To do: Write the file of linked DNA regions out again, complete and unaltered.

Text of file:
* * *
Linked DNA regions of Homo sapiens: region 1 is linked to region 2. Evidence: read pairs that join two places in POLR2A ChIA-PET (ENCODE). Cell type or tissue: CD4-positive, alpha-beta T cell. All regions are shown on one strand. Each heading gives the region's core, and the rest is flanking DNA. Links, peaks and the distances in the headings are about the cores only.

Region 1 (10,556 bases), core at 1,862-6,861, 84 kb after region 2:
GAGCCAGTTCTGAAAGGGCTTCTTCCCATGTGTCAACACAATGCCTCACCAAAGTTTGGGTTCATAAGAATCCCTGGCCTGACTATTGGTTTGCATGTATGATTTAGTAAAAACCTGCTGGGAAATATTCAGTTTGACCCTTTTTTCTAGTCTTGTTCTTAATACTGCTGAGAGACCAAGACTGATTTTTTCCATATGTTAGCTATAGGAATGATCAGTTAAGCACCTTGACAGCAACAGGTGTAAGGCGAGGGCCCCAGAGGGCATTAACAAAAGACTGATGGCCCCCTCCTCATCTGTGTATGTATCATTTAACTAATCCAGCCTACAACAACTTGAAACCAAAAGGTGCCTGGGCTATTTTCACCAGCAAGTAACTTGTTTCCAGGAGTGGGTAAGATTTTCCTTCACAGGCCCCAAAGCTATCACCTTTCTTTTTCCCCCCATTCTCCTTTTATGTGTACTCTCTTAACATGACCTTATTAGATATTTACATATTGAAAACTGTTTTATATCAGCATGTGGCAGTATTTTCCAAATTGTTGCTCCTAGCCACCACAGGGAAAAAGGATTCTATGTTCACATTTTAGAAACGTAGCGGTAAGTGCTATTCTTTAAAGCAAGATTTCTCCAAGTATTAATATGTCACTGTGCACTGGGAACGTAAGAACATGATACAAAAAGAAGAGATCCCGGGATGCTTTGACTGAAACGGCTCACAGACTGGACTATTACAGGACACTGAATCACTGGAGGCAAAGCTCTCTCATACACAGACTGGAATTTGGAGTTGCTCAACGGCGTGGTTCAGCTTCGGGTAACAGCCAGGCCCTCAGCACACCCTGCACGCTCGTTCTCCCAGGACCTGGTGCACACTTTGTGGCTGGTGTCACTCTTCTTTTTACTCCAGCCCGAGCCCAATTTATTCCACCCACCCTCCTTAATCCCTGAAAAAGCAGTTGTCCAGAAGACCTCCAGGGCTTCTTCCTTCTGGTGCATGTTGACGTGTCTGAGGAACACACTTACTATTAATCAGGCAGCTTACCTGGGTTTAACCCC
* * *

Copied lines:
Linked DNA regions of Homo sapiens: region 1 is linked to region 2. Evidence: read pairs that join two places in POLR2A ChIA-PET (ENCODE). Cell type or tissue: CD4-positive, alpha-beta T cell. All regions are shown on one strand. Each heading gives the region's core, and the rest is flanking DNA. Links, peaks and the distances in the headings are about the cores only.

Region 1 (10,556 bases), core at 1,862-6,861, 84 kb after region 2:
GAGCCAGTTCTGAAAGGGCTTCTTCCCATGTGTCAACACAATGCCTCACCAAAGTTTGGGTTCATAAGAATCCCTGGCCTGACTATTGGTTTGCATGTATGATTTAGTAAAAACCTGCTGGGAAATATTCAGTTTGACCCTTTTTTCTAGTCTTGTTCTTAATACTGCTGAGAGACCAAGACTGATTTTTTCCATATGTTAGCTATAGGAATGATCAGTTAAGCACCTTGACAGCAACAGGTGTAAGGCGAGGGCCCCAGAGGGCATTAACAAAAGACTGATGGCCCCCTCCTCATCTGTGTATGTATCATTTAACTAATCCAGCCTACAACAACTTGAAACCAAAAGGTGCCTGGGCTATTTTCACCAGCAAGTAACTTGTTTCCAGGAGTGGGTAAGATTTTCCTTCACAGGCCCCAAAGCTATCACCTTTCTTTTTCCCCCCATTCTCCTTTTATGTGTACTCTCTTAACATGACCTTATTAGATATTTACATATTGAAAACTGTTTTATATCAGCATGTGGCAGTATTTTCCAAATTGTTGCTCCTAGCCACCACAGGGAAAAAGGATTCTATGTTCACATTTTAGAAACGTAGCGGTAAGTGCTATTCTTTAAAGCAAGATTTCTCCAAGTATTAATATGTCACTGTGCACTGGGAACGTAAGAACATGATACAAAAAGAAGAGATCCCGGGATGCTTTGACTGAAACGGCTCACAGACTGGACTATTACAGGACACTGAATCACTGGAGGCAAAGCTCTCTCATACACAGACTGGAATTTGGAGTTGCTCAACGGCGTGGTTCAGCTTCGGGTAACAGCCAGGCCCTCAGCACACCCTGCACGCTCGTTCTCCCAGGACCTGGTGCACACTTTGTGGCTGGTGTCACTCTTCTTTTTACTCCAGCCCGAGCCCAATTTATTCCACCCACCCTCCTTAATCCCTGAAAAAGCAGTTGTCCAGAAGACCTCCAGGGCTTCTTCCTTCTGGTGCATGTTGACGTGTCTGAGGAACACACTTACTATTAATCAGGCAGCTTACCTGGGTTTAACCCC